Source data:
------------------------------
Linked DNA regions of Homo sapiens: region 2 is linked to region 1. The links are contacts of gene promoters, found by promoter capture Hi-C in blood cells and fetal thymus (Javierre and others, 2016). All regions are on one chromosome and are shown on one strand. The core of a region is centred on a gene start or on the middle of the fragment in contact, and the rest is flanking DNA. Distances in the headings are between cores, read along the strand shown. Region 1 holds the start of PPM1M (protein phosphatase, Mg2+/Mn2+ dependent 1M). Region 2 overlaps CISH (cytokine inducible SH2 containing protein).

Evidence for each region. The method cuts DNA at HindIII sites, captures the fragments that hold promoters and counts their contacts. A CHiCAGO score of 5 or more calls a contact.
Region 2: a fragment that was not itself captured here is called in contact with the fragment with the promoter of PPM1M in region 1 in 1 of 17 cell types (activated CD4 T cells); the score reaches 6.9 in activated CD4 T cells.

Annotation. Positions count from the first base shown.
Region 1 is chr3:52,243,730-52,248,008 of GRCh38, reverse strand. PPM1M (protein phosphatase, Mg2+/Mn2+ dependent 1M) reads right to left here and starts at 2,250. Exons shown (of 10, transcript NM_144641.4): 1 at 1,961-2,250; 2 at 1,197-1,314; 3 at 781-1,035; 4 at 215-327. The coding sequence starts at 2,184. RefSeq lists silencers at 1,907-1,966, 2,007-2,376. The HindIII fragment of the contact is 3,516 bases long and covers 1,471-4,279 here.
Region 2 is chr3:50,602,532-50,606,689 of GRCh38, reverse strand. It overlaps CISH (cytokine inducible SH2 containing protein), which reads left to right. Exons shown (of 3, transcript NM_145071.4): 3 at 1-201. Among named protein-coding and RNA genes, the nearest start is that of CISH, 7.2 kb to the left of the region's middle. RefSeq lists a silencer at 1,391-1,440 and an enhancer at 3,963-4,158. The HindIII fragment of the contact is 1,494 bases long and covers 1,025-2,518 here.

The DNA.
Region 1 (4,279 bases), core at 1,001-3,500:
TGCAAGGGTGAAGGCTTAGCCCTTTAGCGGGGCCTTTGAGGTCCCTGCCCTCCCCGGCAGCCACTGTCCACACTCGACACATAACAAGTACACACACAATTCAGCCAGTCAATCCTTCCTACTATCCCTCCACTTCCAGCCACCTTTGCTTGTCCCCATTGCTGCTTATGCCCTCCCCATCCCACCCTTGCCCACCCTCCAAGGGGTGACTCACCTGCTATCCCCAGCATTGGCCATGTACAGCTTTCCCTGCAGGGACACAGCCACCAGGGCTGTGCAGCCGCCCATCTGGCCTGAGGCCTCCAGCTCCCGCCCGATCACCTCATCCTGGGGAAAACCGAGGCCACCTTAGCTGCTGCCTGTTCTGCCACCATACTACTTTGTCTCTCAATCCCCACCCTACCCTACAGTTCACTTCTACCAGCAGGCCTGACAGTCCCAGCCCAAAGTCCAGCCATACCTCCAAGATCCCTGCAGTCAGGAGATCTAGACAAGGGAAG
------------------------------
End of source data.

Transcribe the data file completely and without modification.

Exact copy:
Linked DNA regions of Homo sapiens: region 2 is linked to region 1. The links are contacts of gene promoters, found by promoter capture Hi-C in blood cells and fetal thymus (Javierre and others, 2016). All regions are on one chromosome and are shown on one strand. The core of a region is centred on a gene start or on the middle of the fragment in contact, and the rest is flanking DNA. Distances in the headings are between cores, read along the strand shown. Region 1 holds the start of PPM1M (protein phosphatase, Mg2+/Mn2+ dependent 1M). Region 2 overlaps CISH (cytokine inducible SH2 containing protein).

Evidence for each region. The method cuts DNA at HindIII sites, captures the fragments that hold promoters and counts their contacts. A CHiCAGO score of 5 or more calls a contact.
Region 2: a fragment that was not itself captured here is called in contact with the fragment with the promoter of PPM1M in region 1 in 1 of 17 cell types (activated CD4 T cells); the score reaches 6.9 in activated CD4 T cells.

Annotation. Positions count from the first base shown.
Region 1 is chr3:52,243,730-52,248,008 of GRCh38, reverse strand. PPM1M (protein phosphatase, Mg2+/Mn2+ dependent 1M) reads right to left here and starts at 2,250. Exons shown (of 10, transcript NM_144641.4): 1 at 1,961-2,250; 2 at 1,197-1,314; 3 at 781-1,035; 4 at 215-327. The coding sequence starts at 2,184. RefSeq lists silencers at 1,907-1,966, 2,007-2,376. The HindIII fragment of the contact is 3,516 bases long and covers 1,471-4,279 here.
Region 2 is chr3:50,602,532-50,606,689 of GRCh38, reverse strand. It overlaps CISH (cytokine inducible SH2 containing protein), which reads left to right. Exons shown (of 3, transcript NM_145071.4): 3 at 1-201. Among named protein-coding and RNA genes, the nearest start is that of CISH, 7.2 kb to the left of the region's middle. RefSeq lists a silencer at 1,391-1,440 and an enhancer at 3,963-4,158. The HindIII fragment of the contact is 1,494 bases long and covers 1,025-2,518 here.

The DNA.
Region 1 (4,279 bases), core at 1,001-3,500:
TGCAAGGGTGAAGGCTTAGCCCTTTAGCGGGGCCTTTGAGGTCCCTGCCCTCCCCGGCAGCCACTGTCCACACTCGACACATAACAAGTACACACACAATTCAGCCAGTCAATCCTTCCTACTATCCCTCCACTTCCAGCCACCTTTGCTTGTCCCCATTGCTGCTTATGCCCTCCCCATCCCACCCTTGCCCACCCTCCAAGGGGTGACTCACCTGCTATCCCCAGCATTGGCCATGTACAGCTTTCCCTGCAGGGACACAGCCACCAGGGCTGTGCAGCCGCCCATCTGGCCTGAGGCCTCCAGCTCCCGCCCGATCACCTCATCCTGGGGAAAACCGAGGCCACCTTAGCTGCTGCCTGTTCTGCCACCATACTACTTTGTCTCTCAATCCCCACCCTACCCTACAGTTCACTTCTACCAGCAGGCCTGACAGTCCCAGCCCAAAGTCCAGCCATACCTCCAAGATCCCTGCAGTCAGGAGATCTAGACAAGGGAAG